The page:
Just when Australia’s resource boom has collapsed, and manufacturing too – though at least the housing bubble is still going strong in some places – attention turns to the banks. Read…  No Major Country Is More Exposed to Banks than Australia

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  8 comments for “Australia Runs out of Luck, Now Needs a Miracle

  1. B Wood says:

    ‘first time homebuyers in Adelaide thinking to themselves, ‘why the heck should I leverage my life away to live in this expensive shit-hole?’

    Oi!, Adelaide is a beautiful city! I am in Perth, houses are still being advertised and sold stickers going up, people are still confident. I have read Lindsay Davids books, and enjoyed them, life is not as bleak in Australia as portrayed, I know a safety guy on the roads, holds the stop/go sign, made $1800 for 48hours work. They can’t get people to do the work as it involves standing for long periods and boredom, so people start, do a couple of weeks and leave for some other job..

  2. Ray says:

    No worries. She’ll be right mate. “Ha ha, That’s not a bubble, that’s a bubble. Just kids having fun.” – Mick Dundee

  3. interesting says:

    “life is not as bleak in Australia as portrayed”

    all in due time!!

  4. NotSoSure says:

    I’ve heard it from good authority that aliens (yes you didn’t read that wrong) will come soon and buy iron ores and all kinds of derivatives in exchange for infinitely renewable energy sources, anti death technologies for Silicon Valley people, etc

    You heard it first on Wolf Street!!!

  5. Julian the Apostate says:

    Wow. Has the Foundation learned to time-travel? Mineral poor and all that, with nuke tech the size of a walnut. Where is Harry Selden when one really needs a psycho-historian?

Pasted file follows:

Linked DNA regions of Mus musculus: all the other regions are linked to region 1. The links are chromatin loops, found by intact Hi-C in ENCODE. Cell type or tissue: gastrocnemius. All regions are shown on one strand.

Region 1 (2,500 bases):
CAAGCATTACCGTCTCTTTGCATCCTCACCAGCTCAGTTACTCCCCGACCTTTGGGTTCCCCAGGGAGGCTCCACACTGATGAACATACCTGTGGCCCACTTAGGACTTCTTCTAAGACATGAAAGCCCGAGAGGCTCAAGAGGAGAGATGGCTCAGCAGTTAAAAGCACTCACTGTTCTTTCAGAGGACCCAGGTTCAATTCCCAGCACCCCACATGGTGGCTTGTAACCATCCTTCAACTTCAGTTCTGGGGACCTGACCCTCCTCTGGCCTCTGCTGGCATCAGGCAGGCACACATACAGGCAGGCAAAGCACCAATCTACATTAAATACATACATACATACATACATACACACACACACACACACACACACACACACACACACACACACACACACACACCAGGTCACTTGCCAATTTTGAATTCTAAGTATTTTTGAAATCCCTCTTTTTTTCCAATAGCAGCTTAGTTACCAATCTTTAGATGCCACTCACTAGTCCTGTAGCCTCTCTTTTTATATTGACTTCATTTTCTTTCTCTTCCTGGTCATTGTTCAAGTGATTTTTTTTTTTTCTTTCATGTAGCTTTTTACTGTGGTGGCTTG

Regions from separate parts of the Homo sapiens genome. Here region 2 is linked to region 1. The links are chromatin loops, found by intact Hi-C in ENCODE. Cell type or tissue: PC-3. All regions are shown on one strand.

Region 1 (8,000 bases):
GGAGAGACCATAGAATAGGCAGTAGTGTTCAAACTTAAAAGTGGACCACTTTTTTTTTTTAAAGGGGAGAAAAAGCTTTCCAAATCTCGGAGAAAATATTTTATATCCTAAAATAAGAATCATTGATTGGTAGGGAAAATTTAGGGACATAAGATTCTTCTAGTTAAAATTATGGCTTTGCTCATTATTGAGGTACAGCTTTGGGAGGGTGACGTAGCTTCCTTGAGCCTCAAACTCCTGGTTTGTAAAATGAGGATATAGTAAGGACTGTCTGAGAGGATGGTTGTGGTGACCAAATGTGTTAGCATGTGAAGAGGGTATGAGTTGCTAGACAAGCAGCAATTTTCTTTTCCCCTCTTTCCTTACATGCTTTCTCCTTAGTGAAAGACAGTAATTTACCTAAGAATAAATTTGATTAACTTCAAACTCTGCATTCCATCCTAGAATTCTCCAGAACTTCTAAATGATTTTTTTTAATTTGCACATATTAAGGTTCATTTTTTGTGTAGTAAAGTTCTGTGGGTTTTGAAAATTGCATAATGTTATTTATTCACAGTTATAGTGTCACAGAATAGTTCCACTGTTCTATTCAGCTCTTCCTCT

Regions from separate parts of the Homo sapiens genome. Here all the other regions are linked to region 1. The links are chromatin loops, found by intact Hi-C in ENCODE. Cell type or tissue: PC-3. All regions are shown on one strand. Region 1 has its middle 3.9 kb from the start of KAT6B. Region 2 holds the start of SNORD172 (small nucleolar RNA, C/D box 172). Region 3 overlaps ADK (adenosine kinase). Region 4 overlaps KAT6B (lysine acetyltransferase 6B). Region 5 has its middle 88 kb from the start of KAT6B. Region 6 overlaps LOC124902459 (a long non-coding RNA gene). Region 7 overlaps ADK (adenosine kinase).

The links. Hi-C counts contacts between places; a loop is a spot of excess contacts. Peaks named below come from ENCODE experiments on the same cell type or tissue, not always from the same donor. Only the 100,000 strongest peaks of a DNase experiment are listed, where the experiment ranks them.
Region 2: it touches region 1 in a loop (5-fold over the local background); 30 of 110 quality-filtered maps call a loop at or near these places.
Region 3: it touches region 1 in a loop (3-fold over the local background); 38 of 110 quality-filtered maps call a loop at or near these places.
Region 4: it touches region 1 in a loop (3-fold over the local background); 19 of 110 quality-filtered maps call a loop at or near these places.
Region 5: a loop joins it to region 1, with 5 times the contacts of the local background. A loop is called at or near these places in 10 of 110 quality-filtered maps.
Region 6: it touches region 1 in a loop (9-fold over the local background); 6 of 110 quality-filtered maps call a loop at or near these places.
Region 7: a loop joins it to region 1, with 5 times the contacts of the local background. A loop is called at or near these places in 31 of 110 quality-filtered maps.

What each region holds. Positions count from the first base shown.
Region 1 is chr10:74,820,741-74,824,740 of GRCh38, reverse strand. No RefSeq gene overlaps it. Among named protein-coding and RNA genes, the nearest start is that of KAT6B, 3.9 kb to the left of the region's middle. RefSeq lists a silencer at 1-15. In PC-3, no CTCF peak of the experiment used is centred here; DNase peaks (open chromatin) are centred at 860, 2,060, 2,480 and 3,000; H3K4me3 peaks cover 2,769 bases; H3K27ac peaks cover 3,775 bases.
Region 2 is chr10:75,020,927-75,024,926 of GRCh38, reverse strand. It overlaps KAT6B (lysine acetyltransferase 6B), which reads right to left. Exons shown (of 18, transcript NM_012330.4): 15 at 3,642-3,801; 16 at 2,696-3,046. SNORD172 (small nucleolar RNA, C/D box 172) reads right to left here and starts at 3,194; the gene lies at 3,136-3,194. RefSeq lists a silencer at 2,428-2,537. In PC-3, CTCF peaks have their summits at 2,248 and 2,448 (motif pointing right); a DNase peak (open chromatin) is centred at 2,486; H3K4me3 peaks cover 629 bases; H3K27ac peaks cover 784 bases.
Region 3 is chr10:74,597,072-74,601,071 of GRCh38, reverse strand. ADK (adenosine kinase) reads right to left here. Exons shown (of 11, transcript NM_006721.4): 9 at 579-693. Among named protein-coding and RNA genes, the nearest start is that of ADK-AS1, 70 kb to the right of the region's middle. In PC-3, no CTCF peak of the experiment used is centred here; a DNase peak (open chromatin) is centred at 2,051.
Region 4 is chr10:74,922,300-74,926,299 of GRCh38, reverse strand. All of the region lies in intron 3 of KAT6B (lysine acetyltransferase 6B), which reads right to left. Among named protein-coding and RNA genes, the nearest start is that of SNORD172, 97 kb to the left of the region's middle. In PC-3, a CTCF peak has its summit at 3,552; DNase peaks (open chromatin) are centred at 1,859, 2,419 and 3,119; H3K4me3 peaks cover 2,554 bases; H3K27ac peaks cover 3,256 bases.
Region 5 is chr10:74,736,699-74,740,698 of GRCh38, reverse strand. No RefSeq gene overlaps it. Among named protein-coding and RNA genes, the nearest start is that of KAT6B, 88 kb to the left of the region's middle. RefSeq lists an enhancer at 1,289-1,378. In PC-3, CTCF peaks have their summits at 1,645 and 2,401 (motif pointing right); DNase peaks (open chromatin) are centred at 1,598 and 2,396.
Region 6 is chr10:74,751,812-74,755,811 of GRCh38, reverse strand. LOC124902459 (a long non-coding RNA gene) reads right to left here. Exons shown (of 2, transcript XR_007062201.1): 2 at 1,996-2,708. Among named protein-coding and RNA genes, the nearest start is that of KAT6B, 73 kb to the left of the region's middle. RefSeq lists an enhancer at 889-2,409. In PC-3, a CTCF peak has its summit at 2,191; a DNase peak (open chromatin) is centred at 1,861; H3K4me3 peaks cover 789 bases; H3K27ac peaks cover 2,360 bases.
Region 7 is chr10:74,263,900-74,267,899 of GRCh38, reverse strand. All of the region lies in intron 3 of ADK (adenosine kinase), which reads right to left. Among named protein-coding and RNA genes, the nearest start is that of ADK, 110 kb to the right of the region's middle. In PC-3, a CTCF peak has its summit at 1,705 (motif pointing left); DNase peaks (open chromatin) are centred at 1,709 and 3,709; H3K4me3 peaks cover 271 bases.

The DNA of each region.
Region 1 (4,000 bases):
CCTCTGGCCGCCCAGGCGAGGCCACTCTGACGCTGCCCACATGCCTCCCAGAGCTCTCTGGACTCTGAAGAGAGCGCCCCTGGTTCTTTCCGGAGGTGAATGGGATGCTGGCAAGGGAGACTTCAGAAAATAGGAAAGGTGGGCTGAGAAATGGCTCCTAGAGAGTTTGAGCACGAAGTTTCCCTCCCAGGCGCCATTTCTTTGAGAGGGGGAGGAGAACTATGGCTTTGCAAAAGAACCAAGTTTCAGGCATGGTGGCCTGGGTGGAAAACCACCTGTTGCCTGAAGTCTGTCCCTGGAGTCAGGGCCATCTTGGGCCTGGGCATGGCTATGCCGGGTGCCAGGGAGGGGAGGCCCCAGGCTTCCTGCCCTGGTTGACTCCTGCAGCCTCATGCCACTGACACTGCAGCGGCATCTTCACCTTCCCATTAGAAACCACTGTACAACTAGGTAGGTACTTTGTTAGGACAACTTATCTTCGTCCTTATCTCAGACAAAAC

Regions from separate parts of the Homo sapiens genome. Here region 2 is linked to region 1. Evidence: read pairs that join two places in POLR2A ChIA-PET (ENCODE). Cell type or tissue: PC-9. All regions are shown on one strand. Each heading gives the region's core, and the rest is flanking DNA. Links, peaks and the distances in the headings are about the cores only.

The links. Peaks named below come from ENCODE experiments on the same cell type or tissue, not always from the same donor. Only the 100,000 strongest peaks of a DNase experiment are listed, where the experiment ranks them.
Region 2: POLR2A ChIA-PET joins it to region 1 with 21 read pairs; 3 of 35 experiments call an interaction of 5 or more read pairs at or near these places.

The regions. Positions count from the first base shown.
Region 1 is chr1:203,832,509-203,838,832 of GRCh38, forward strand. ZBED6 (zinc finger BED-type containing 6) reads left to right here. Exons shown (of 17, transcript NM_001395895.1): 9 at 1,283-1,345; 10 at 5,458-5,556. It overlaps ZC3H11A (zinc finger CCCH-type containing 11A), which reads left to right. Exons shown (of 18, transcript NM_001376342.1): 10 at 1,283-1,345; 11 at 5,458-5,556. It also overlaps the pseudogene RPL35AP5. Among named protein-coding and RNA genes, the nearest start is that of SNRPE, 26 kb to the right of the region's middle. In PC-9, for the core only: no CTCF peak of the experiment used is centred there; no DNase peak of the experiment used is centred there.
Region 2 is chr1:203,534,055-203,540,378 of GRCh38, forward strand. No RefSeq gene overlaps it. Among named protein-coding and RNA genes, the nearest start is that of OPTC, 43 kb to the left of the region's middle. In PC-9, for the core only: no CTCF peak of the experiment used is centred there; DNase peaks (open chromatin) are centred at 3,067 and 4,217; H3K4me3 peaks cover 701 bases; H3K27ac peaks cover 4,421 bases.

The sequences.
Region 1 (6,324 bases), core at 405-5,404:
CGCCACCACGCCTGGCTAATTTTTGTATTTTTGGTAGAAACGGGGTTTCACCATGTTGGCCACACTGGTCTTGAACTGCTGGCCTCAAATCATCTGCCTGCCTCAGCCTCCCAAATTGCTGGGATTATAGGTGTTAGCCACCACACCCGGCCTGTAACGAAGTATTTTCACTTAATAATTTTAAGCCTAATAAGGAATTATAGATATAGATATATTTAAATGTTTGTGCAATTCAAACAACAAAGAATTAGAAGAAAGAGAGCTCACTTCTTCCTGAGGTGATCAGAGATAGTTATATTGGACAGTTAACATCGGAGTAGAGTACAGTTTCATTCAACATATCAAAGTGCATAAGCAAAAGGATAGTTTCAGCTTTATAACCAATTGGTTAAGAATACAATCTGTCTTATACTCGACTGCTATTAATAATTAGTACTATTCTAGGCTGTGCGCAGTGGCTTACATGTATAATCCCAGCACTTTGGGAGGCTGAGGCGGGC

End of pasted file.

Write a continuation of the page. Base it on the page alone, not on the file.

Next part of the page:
6. Lee says:

    A few points:

    1. Interest rates are still high in Australia. Since the GFC commercial banks have increased their margin on loans by about 1.5%. They did this by increasing rates by a greater amount when the RBA increased the discount rate, increasing rates when the RBA left rates unchanged, and not lowering them as much when the RBA decreased them. That is one reason why bank shares in Australia have performed so well compared to mining shares: they are screwing their variable mortgage rate customers.

    Consumers have yet to see ALL of the benefits of the RBA’s interest rate cuts.

    2. Housing loans are recourse loans in Australia and the banks will go after everything you own should you default on a loan. Unlike in the USA you can not ‘walk away and mail the keys to the bank”.

    3. Housing is in a bubble in certain parts of Sydney and Melbourne and in other places RE prices are steady or falling. Is the RBA going to try and kill the entire economy because of this as it did with the domestic economy during the so called ‘mining boom’? The factors that are increasing housing prices are basically beyond the RBA’s control.

    4. Interest rates are of little concern to people who plunk down a couple of million dollars CASH for a property.

    A small block of land of about 800 square meters (that’s 1/5 of an acre) 30 minutes from the Melbourne CBD by train recently sold for A$1,030,000………………….Ridiculous, yes, but it doesn’t matter as the majority of properties in the Melbourne area are not going up by 15 to 30% a year!!!

    I’d be happy to see even 5%.

    5. Australia’s population is increasing just as in the USA, however, whereas the people sneaking into the USA are illegal, low skilled, and poor, many of those coming to Australia are generally skilled and more importantly many have the funds to buy those million dollar properties. (However, many of those let in by the left wing nutter Labor government under their idiotic polcies are the ones that are causing many of the social problems we now face here.)

    6. Melbourne’s population increased by around 95,000 people last year and is expected to increase from 4.4 million to around 5 million people by 2020.

    Yep, you read that correctly: 5 million people.

    Demand for housing based on population growth will underpin property values more than any change in iron ore prices.